7. I found the book really easy to follow even though I knew very little both about pre-colonial history and the post-colonial nationalist movements in the Middle East. The author is very clear in signposting her arguments, which made it easier for me to figure out why she was including particular examples. The book is written with someone who has little knowledge of the Middle East or Islam in mind, and the author includes enough explanatory material to follow the argument, without seeming patroni [...]

    8. This is the type of book I was looking for after a lackluster workshop I took about being an ally to the Muslim community. It discusses Islam's intellectual contributions in earlier centuries and talks about modern fundamentalist movements. Most importantly, though, it emphasizes that Islamophobia is about politics and not religion, and that the construction of an ominous enemy only serves to keep the populace in fear.Some sections are thinly argued, particularly when discussing how dire economi [...]

    9. I can't recommend this enough. Not exactly light reading and took me over a month to finish but there's so much great information here.

    10. I loved this book because it placed Islamophobia in a global and historical perspective. Kumar's account of the origins of Islam and its influence in the history of Europe, the Middle East, and North Africa throughout the Middle ages was pretty succinct, but it touched on issues of European opportunism and imperialism and really effectively tied those characteristics to US foreign and domestic policy today. None of the information in the book was particularly shocking--turns out United States ha [...]

    11. One chapter was terribly polemic, and there are a few instances of "who is not for me is against me." There were some rather blunt denunciations against people who offer some moderate views.But it's well worth a read, particularly in today's political climate.Sad so see that some people denounced for small followings and outside influence have become major actors under the current administration.

    12. this book was great! it is a truism that statements that answers that support the status quo are pithy and 'common sense' (and wrong) whereas answers statements that explain the truth as it really is are much more complicated and time consuming. take for example the question of 9/11. why did muslim men fly into the wtc? the answer supporting the status quo is that they were islamic terrorists and islam is fundamentally violent. or muslims hate america for our freedoms. or any number of simple on [...]

    13. Covering the history of the development of Islamophobia, the author shows convincingly that it has been used historically as a political device to further the cause of imperialism by engendering irrational hatred and fear of not only Muslims but of anyone from Muslim-majority countries. With its roots in orientalism, Islamophobia consists of a variety of beliefs. Among them is the belief that Islam is a violent religion by its very nature, and that it is unlike the other major religions in the w [...]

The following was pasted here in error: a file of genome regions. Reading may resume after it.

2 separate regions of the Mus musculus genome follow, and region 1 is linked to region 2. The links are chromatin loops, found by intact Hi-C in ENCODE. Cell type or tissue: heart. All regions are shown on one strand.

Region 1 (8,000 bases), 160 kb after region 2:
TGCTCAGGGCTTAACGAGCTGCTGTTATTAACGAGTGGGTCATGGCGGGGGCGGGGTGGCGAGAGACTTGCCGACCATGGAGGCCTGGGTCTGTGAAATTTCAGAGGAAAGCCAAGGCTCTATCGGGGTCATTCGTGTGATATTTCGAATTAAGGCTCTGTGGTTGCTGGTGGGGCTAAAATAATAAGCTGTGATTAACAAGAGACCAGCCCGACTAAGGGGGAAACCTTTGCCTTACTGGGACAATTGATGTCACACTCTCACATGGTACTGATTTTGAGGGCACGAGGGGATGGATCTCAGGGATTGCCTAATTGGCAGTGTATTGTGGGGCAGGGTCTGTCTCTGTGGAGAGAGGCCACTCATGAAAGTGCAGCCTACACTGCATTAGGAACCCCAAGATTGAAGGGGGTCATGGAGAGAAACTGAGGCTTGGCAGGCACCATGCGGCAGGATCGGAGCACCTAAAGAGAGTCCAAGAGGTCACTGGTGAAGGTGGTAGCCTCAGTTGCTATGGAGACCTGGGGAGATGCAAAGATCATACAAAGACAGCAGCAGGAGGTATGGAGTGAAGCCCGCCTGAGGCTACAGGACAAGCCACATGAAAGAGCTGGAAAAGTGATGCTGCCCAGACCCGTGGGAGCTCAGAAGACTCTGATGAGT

14. Pretty good book, nice and short and to the point. Could have been more drawn out in some areas, but I agree with her overall thesis. I like her idea of how Islamophobia is not merely the result of a "clash of civilizations," but manufactured by an intricate network of journalists, intellectuals, politicians, intelligence officials and so forth.

    15. An interesting analysis on the origin and development of Islamophobia in the US. the book consider both past and current history to show how the fear of Islam has been used (and it is still used) to built a new imperialistic policy founded on the same ideas that colonialims had. It also report how the internal fight to terrorism in the US created a witch hunt paranoia that brought to the denial of fundamental freedom right of its Muslim citizens and residents as well as hate speaches towards Isl [...]

    16. An amazingly well written book on how Western politics and culture have stigmatized an entire group of people and religion.

    17. Crisply written, this examines the *politics* that structure US engagement with Muslim elites around the world, and the effects this has on representations of Islam by American political elites.

    18. Excellent look at the way that islamophobia in the US has both fueled and been fueled by US policy. Would recommend to anyone interested in foreign politics with the middle east.

    19. "Anti-imperialists must take a principled position against imperialism and support the right of oppressed nations to self-determination." Words cannot describe how amazing I found this book. I did some serious self reflection when it came to the discussion of "liberal imperialism" and how important this discussion is especially now when we strike a country under the guise of humanitarianism. There is a lot of inner conflict I have had about that particular subject and to read a well thought out [...]